Ask a Franciscan

Is ‘Offering It Up’ Still Valid?

Q. A friend of mine, who is a devout Catholic, says that when I get an injury or illness I should offer it up to God as some kind of payment for sin. I cannot image myself going up to some powerful political leader and saying that I would offer up my pain and illness to satisfy that leader’s anger. Who would accept that?

I have trouble dealing with the concept of God accepting pain or illness as payment for some kind of wrongdoing. Jesus did it, but he is God. Is my friend correct? Am I?

A. The idea of “offering it up” is still a valid one in the sense of “Don’t go through life complaining that life is unfair, because it is unfair for everyone.” Each one of us can imagine a more ideal life than we have experienced or are now experiencing. Emphasizing how non-ideal my situation is or has been could be a way of shifting onto others the major responsibility for my decisions and for my happiness.

I cannot change my past, but in a very real way I can choose how it impacts my present and my future. I can keep a chip on my shoulder for past injustices or I can notice that no one lives in ideal circumstances.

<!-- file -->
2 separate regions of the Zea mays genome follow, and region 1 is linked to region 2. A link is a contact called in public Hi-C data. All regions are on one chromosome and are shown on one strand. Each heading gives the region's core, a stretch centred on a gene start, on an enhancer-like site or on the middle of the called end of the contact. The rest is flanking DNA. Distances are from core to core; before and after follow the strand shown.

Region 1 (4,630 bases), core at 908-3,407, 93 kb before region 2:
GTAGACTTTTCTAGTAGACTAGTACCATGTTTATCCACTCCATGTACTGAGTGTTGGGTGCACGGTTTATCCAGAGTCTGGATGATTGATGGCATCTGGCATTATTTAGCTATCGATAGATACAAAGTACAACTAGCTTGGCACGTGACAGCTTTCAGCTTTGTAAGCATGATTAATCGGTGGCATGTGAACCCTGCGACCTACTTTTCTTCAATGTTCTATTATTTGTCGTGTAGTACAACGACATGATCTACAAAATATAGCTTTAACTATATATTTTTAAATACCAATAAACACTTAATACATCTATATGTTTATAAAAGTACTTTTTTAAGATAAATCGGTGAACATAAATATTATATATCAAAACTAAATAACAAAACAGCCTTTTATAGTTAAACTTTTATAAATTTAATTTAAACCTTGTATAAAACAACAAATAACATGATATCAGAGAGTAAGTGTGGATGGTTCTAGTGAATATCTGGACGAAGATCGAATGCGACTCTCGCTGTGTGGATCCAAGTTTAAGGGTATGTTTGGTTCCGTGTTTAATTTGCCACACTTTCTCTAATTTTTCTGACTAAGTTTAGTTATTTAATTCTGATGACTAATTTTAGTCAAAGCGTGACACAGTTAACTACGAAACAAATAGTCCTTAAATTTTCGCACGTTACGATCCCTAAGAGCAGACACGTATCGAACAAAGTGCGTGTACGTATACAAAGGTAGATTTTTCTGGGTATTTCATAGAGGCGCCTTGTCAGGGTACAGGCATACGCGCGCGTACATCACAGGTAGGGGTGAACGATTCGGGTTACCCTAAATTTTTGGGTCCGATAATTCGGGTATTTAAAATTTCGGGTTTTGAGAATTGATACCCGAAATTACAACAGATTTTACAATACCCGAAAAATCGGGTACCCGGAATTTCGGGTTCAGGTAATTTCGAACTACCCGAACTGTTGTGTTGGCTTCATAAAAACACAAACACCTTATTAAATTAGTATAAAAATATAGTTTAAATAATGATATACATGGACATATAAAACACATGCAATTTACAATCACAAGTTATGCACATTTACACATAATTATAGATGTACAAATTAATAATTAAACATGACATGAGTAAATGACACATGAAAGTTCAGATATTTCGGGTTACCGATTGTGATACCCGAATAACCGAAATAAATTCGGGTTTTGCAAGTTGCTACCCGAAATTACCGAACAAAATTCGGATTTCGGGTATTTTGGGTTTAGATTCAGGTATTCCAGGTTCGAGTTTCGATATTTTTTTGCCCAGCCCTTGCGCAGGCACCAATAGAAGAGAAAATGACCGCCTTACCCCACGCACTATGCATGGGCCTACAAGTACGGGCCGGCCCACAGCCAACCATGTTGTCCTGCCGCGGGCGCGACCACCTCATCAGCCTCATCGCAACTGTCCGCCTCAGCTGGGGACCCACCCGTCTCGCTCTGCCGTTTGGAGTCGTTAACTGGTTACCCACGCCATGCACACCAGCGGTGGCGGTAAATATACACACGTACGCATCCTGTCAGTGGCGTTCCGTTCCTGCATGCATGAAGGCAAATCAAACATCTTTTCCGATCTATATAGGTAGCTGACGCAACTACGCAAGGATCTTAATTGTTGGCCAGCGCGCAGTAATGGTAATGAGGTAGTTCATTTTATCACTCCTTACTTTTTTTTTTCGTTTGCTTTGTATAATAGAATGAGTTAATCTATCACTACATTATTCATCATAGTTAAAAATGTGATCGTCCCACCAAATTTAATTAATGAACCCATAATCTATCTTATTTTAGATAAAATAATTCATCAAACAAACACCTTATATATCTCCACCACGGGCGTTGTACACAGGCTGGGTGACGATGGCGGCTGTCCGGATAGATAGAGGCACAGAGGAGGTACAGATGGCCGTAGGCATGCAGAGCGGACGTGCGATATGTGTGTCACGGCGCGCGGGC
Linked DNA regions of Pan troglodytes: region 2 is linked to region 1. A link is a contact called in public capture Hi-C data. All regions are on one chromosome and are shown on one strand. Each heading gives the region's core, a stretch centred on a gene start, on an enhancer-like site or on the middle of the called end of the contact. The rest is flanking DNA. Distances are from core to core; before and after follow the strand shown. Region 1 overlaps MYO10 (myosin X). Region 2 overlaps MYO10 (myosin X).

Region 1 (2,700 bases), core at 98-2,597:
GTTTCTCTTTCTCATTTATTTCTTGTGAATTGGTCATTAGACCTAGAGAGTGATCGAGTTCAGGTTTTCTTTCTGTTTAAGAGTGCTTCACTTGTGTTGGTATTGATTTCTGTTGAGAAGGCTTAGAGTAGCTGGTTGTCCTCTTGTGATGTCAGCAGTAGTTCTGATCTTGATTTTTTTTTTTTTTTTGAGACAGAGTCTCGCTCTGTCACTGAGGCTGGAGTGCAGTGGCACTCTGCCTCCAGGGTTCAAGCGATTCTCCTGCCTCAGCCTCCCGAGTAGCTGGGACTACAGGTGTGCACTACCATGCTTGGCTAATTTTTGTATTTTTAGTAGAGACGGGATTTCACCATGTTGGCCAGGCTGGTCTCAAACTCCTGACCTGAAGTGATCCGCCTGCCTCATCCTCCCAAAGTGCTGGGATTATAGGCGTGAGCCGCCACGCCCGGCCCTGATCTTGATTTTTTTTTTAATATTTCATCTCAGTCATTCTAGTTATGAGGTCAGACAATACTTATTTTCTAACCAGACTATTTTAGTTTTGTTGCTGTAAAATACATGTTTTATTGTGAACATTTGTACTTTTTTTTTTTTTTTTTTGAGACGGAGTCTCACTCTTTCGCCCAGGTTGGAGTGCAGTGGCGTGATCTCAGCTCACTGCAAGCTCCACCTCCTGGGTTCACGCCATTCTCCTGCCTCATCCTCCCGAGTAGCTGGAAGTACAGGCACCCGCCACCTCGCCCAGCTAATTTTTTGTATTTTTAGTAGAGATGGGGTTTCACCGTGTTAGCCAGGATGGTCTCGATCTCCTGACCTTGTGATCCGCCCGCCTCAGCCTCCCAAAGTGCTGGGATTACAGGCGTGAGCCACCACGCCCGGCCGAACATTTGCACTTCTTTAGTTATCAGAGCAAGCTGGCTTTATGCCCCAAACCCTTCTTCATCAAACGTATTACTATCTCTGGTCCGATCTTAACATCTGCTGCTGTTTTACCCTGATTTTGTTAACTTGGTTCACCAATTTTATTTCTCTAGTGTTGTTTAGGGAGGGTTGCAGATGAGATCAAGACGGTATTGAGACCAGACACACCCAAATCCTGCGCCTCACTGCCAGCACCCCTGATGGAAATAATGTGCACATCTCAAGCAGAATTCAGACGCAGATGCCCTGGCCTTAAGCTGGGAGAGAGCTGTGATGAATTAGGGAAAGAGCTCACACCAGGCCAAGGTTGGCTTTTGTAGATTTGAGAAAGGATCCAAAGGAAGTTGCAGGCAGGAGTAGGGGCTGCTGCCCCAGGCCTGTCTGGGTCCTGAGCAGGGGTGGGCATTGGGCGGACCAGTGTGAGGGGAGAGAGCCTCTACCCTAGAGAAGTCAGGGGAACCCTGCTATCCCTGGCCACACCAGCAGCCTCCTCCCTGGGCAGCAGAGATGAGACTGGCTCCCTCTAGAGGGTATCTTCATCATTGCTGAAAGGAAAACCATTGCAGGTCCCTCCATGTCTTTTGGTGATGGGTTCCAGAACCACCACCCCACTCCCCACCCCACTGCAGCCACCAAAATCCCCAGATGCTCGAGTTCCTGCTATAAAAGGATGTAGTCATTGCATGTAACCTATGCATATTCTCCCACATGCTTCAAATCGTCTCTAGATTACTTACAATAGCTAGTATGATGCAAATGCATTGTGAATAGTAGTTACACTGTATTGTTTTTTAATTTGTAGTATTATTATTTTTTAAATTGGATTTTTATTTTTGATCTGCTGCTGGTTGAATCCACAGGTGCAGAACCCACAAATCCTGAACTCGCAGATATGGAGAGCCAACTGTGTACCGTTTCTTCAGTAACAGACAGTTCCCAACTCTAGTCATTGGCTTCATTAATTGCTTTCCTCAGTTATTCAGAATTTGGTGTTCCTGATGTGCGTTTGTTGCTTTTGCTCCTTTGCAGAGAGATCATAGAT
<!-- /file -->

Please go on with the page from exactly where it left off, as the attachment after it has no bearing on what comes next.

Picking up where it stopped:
God does not cause evil so that people can offer it up. If God is sending cancer, traffic accidents and other tragedies as a way of punishing evil people, then God is also sending those sufferings to many innocent people.

Although sin frequently involves some suffering, not all suffering is a punishment for sin.

The person who cannot “offer it up” may become a perpetual whiner, someone whose life is explained by other people’s decisions—not that person’s. Perpetual whiners can never be truly compassionate because they must prove that their suffering is worse than anyone else’s.

Jesus “offered up” his death on the cross for the sake of sinners, an innocent man dying for the guilty. He died not as a bitter man but as a man full of love for us, including people who use their freedom selfishly.

People facing severe medical conditions or terminal illnesses sometimes speak of “offering up” their sufferings for others. In such cases, this “offering up” can lead them to a deep inner joy and compassion. Those who absolutely reject the idea of “offering it up” will never understand such joy and compassion.

The concept of “offering it up” could be misused as justification of one person’s injustice toward someone else. It could become a devious way of saying, “Keep quiet, do as I say and keep this dysfunctional relationship going because it benefits me.”

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